The following table presents our revenue disaggregated by revenue source (in millions):

 

Three Months Ended

 

March 31,

 
                 
  

U.S.

  

Canada

  

International

  

Total

 

2021:

                

Gas utilities

 $209  $1  $  $210 

Downstream & industrial

  138   4   52   194 

Upstream production

  68   23   36   127 

Midstream pipeline

  69   4   5   78 
  $484  $32  $93  $609 

2020:

                

Gas utilities

 $199  $3  $  $202 

Downstream & industrial

  190   6   55   251 

Upstream production

  139   37   46   222 

Midstream pipeline

  110   4   5   119 
  $638  $50  $106  $794 

 

 

NOTE 3 – INVENTORIES

 

The composition of our inventory is as follows (in millions):

 

  

March 31,

  

December 31,

 
  

2021

  

2020

 

Finished goods inventory at average cost:

        

Valves, automation, measurement and instrumentation

 $265  $279 

Carbon steel pipe, fittings and flanges

  153   156 

All other products

  245   229 
   663   664 

Less: Excess of average cost over LIFO cost (LIFO reserve)

  (140)  (136)

Less: Other inventory reserves

  (19)  (19)
  $504  $509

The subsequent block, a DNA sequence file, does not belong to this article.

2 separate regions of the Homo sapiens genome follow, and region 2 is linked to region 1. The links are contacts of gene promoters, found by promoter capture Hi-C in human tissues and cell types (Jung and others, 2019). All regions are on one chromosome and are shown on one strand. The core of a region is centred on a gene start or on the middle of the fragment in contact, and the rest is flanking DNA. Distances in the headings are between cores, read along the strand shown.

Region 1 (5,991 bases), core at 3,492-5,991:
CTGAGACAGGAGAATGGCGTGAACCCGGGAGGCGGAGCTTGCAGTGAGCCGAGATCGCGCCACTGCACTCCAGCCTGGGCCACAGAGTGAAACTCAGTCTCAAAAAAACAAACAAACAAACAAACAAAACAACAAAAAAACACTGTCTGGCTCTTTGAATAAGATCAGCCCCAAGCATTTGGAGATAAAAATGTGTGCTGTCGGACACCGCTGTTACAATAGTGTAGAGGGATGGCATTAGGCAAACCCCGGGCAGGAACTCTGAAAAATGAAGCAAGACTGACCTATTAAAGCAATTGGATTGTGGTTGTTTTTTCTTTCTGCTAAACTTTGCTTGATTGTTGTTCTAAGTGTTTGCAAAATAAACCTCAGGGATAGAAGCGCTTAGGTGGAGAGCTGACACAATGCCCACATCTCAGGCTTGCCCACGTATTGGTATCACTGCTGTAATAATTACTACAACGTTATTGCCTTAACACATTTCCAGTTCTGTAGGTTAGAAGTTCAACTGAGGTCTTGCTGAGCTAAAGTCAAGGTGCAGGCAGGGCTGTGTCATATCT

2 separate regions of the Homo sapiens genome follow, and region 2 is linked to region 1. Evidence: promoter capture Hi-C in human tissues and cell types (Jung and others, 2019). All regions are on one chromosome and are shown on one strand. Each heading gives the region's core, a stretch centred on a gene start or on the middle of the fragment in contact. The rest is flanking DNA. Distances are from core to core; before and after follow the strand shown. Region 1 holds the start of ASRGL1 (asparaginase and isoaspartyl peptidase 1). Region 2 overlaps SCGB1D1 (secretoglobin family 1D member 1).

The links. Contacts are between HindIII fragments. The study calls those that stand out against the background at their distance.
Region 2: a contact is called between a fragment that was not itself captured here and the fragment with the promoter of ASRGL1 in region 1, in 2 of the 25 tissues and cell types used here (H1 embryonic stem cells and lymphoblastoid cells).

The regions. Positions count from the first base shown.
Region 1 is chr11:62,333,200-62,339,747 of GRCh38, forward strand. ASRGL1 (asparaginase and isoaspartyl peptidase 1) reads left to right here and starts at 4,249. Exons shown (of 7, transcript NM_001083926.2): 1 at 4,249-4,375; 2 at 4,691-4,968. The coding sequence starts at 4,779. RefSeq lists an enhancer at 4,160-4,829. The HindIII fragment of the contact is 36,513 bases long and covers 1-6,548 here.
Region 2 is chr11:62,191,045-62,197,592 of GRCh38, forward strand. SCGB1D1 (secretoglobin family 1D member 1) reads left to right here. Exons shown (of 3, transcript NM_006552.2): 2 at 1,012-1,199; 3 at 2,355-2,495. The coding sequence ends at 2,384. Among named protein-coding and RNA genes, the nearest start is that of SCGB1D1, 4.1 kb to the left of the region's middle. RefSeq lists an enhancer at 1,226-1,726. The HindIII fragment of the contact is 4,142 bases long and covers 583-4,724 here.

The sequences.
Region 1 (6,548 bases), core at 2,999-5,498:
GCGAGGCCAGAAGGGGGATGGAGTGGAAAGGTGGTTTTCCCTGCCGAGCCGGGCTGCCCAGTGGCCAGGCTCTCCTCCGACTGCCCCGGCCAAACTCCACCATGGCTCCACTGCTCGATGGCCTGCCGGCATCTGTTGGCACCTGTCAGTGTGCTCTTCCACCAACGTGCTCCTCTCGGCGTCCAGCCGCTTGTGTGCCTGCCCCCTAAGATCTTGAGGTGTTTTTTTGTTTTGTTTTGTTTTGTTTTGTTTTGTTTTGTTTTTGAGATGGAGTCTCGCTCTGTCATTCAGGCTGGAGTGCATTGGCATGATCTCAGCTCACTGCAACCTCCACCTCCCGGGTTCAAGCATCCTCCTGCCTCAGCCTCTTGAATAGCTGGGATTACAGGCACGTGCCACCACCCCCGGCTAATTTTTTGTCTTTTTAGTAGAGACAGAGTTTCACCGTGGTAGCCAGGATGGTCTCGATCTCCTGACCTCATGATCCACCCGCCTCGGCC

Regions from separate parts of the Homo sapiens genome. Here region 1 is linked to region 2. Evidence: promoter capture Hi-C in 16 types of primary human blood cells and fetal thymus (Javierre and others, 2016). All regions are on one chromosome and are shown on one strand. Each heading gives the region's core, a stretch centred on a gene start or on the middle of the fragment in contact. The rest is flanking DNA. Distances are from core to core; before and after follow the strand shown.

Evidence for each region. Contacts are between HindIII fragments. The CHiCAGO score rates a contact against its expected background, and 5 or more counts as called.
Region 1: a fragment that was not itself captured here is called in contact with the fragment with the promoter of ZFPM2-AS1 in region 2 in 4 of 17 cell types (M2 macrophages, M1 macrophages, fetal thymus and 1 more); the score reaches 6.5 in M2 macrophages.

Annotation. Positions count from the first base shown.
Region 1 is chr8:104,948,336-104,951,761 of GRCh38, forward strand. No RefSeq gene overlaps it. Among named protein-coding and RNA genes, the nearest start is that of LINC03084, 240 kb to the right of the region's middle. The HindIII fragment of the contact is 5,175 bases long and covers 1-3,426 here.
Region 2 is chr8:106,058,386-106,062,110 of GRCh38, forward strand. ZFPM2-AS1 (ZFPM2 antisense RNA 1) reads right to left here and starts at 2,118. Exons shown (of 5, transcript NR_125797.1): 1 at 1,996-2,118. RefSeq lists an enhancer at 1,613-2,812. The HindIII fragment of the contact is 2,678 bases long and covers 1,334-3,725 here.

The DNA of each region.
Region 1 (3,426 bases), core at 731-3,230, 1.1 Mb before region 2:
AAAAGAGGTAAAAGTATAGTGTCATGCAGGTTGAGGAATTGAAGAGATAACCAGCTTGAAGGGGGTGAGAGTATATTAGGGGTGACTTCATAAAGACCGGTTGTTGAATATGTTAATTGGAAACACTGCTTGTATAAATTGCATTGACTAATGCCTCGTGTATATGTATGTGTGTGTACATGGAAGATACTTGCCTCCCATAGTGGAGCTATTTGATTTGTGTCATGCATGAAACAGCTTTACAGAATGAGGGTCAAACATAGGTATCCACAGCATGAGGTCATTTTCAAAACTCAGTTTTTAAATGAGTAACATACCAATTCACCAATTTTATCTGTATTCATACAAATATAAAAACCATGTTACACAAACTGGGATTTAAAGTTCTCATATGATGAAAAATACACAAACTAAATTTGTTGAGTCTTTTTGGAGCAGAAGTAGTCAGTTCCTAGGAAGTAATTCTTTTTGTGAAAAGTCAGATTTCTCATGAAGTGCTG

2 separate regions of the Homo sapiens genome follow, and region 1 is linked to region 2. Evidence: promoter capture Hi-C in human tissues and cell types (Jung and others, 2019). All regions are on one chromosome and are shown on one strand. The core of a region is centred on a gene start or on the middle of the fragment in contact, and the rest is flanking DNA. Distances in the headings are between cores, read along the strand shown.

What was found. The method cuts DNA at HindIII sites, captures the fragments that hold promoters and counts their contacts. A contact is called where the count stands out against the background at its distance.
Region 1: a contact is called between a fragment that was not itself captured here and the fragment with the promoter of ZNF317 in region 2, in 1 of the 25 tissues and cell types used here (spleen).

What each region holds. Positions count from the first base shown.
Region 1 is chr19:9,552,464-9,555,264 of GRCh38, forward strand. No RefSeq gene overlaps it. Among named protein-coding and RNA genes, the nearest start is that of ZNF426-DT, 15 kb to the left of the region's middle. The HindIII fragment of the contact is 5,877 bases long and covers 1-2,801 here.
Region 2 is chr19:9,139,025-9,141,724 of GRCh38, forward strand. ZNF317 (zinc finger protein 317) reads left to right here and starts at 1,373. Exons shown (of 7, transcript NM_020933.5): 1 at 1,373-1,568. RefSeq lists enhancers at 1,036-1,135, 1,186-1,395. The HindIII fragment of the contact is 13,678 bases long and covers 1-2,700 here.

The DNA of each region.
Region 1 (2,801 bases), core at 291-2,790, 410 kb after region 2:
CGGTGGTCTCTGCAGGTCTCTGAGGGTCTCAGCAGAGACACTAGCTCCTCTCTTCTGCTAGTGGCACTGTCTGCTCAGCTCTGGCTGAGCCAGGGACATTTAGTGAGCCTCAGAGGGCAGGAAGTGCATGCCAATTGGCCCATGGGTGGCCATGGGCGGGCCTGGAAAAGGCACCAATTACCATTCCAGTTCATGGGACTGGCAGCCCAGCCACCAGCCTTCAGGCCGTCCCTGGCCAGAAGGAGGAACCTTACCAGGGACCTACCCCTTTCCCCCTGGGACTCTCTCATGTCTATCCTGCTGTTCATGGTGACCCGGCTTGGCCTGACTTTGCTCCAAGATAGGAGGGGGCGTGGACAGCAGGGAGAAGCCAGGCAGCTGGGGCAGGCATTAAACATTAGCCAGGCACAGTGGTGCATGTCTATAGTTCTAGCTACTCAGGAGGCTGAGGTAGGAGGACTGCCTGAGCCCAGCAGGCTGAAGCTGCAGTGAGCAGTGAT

The Company uses the last-in, first-out (“LIFO”) method of valuing U.S. inventories. The use of the LIFO method has the effect of reducing net income during periods of rising inventory costs (inflationary periods) and increasing net income during periods of falling inventory costs (deflationary periods). Valuation of inventory under the LIFO method can be made only at the end of each year based on the inventory levels and costs at that time. Accordingly, interim LIFO calculations are based on management’s estimates of expected year-end inventory levels and costs and are subject to the final year-end LIFO inventory determination. For the year ended December 31, 2020, our inventory quantities were reduced, resulting in a liquidation of a LIFO inventory layer that was carried at a lower cost prevailing from a prior year, as compared with current costs (a “LIFO decrement”). A LIFO decrement results in the erosion of layers created in earlier years, and, therefore, a LIFO layer is not created for years that have decrements. For the three months ended March 31, 2020, the effect of this LIFO decrement decreased cost of sales by approximately $3 million. No such LIFO decrement is expected for the current year and, as such, there is no similar impact on cost of sales for the three months ended March 31, 2021.